Keep automatic updates on
Simply having the latest Windows OS installed – Windows 7, 8.1 or 10 – isn’t enough. In the case of WannaCry, only the users who had the most recent (May 2017) updates installed, and the latest Windows Defender virus definitions, were not vulnerable to the WannaCry ransomware attack. This goes to show how important the boring update cycle can be, and why you shouldn’t take it lightly.

Here’s how you can make sure you receive automatic updates on the supported Windows systems. If you don’t see some of the options below, make sure you’re logged in with an administrative account.

On Windows 7 –

Head to Start > Control Panel > System and Security > Windows Update.
On the left-hand side, choose Change settings.
Under Important updates, make sure it says Install updates automatically (recommended).
Check all the other boxes on the page, and then click OK.
On Windows 8.1 –

Hit Win key + X, and click Control Panel.
Head to System and Security > Windows Update.
On the left-hand side, choose Change settings.
Under Important updates, make sure it says Install updates automatically (recommended).
Check all the other boxes on the page, and then click OK.
On Windows 10 –

Hit Start key, and click on the Settings gear icon.
Head to Update & security, and then click Windows Update on the left.
On the right, choose Advanced options.
Under Choose when updates are installed, make sure it says Current Branch, and that both the values for feature and quality update are set to 0.
Check the first two boxes, and close the window.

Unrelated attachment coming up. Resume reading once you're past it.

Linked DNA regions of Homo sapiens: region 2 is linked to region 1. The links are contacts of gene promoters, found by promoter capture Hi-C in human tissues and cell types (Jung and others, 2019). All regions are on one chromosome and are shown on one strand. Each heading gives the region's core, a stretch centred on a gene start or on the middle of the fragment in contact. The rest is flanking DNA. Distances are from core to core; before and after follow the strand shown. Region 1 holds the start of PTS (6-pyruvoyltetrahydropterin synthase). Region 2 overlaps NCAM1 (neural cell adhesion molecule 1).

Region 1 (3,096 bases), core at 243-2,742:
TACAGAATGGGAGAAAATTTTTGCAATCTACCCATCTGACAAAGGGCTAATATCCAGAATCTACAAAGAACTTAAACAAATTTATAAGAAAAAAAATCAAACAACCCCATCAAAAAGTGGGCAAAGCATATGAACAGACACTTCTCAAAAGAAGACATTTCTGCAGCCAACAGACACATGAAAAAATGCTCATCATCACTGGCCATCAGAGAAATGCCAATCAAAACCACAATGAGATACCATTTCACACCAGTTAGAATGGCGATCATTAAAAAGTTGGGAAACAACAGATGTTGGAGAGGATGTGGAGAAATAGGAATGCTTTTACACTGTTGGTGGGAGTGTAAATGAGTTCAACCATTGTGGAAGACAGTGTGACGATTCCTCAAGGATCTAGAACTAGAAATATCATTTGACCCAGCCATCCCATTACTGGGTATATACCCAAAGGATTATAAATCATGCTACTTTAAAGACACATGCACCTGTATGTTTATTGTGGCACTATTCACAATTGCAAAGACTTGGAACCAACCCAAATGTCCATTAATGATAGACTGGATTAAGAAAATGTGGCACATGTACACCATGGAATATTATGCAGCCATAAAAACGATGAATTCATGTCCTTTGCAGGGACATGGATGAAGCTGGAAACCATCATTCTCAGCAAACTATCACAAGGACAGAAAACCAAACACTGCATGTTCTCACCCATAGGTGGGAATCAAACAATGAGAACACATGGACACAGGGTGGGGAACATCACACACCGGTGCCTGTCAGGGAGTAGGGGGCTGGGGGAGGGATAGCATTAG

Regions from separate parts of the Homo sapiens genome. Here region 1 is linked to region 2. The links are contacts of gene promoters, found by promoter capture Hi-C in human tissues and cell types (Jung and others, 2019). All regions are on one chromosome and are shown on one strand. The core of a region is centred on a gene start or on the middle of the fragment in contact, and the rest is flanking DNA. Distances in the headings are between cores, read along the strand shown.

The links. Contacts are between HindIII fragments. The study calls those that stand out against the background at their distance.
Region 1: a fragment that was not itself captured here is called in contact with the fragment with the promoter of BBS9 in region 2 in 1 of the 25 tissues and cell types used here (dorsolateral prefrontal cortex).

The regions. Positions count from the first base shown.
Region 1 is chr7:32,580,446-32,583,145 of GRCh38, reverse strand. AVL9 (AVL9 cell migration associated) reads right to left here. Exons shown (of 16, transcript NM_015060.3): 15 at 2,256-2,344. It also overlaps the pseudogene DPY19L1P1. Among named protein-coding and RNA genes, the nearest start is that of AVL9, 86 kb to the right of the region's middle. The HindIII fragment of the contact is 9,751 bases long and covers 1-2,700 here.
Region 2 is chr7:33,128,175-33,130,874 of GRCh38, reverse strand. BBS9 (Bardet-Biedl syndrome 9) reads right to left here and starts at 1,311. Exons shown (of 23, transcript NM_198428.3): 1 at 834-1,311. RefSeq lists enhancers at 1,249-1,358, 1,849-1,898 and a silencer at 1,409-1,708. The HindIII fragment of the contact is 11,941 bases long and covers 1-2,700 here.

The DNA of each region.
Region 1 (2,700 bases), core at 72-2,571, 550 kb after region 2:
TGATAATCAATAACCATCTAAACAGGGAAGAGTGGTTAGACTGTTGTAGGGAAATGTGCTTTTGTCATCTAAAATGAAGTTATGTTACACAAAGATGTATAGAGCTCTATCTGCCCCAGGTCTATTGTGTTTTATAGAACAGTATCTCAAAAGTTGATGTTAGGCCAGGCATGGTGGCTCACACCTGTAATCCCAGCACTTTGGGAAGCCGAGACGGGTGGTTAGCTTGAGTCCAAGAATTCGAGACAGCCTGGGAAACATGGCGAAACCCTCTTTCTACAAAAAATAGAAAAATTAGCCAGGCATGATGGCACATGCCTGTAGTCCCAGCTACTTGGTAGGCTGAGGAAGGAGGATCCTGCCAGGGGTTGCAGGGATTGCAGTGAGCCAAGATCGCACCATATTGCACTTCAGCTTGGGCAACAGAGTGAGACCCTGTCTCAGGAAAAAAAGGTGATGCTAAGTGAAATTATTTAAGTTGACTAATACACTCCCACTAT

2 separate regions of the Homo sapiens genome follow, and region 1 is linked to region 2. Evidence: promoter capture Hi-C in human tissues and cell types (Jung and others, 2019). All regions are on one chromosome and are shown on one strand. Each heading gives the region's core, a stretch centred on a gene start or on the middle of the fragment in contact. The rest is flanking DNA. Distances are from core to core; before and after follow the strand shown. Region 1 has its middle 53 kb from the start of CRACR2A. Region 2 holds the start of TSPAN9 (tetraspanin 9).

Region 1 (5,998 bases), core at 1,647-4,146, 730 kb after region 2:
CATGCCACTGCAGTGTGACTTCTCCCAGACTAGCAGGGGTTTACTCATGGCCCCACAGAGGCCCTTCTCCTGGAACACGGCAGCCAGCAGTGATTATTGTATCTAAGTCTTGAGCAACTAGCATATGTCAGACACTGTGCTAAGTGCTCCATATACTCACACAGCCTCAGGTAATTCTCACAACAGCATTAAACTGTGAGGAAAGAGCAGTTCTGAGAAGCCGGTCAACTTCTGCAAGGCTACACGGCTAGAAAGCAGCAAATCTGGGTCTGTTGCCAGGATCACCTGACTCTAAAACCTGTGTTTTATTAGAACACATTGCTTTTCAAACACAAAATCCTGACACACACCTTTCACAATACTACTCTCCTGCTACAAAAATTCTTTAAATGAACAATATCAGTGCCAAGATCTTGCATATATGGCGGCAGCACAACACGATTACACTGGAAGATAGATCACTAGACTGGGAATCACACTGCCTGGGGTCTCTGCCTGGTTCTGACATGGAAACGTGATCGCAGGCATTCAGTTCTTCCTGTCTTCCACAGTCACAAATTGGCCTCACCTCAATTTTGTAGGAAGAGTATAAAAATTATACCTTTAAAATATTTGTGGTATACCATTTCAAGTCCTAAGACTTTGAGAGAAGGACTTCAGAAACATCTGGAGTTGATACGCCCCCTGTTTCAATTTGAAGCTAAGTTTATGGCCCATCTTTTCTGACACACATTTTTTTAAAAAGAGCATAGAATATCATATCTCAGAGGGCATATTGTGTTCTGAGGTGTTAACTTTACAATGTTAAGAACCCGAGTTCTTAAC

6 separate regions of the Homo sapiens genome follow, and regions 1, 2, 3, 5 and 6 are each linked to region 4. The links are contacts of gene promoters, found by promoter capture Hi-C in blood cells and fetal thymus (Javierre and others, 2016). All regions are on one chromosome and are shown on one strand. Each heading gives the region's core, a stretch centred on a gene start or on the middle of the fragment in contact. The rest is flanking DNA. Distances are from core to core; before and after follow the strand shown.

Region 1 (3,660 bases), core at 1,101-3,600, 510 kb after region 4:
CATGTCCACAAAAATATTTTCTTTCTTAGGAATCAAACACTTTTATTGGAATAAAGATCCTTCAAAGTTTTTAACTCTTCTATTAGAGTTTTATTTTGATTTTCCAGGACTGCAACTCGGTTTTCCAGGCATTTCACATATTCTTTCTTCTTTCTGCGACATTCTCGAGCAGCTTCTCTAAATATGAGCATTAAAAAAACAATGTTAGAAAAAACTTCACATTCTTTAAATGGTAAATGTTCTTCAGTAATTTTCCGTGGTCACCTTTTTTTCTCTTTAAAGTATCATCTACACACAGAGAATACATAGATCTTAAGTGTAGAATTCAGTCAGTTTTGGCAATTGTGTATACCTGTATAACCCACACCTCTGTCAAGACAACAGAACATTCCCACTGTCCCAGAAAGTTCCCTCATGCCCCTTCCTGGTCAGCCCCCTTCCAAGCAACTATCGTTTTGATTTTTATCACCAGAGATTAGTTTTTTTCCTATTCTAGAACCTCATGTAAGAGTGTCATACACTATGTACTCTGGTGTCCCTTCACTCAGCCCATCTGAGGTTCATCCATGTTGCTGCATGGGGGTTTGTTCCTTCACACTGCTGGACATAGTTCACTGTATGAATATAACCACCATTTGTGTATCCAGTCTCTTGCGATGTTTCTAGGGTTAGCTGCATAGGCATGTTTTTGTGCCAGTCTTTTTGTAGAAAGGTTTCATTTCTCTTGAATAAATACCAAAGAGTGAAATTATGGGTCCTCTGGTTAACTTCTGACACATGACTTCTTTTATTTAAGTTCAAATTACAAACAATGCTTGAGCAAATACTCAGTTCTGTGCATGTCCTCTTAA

Third-party firewall and anti-virus
The sheer ubiquity of Windows around the world means that hackers and criminals usually design their code for the most common environment, which includes the default Windows Firewall and Windows Defender. And though both are capable, they are far from perfect.

If you wish to increase protection, you should consider investing in a good firewall and anti-virus, ideally a best each in its own regard. The two are often marketed together as ‘Internet security suites’ these days, but it’s better to go for an individual winner for improved security.

We have a long list of anti-virus solutions – paid and free – that you can look at, and there are several firewalls – Comodo, Kaspersky, and ZoneAlarm among them – that make a great contender.

Most anti-virus and firewall programs also offer extended protection in the form of website filtering, which warns you of unsafe websites; network scans, which looks at security issues with your router and network protocols; and software updater, which makes sure that you aren’t using an outdated version of a program.

Some even offer a built-in password manager, a VPN solution, and a more secure browser. There might even be a sandbox option that helps you execute a file in a virtual environment, like we talked about earlier. And if you’re worried about an impact on your performance, there’s usually a ‘game mode’ option, as well.

Backup your important data regularly
Despite taking all the above precautions, there’s always a chance that your system can be compromised. If you’ve got sensitive data, always have a backup. Ideally, multiple ones.

It ensures that you won’t start sweating and break down if something happens to your computer. The basic rule about backups is that they should always be on a separate hard-drive from your computer.

It can something be as simple as an external hard-drive, a network attached storage with RAID functionality (it’s like having a backup of a backup), or opening an account with a subscription-based cloud service, which regularly backs up all your important data.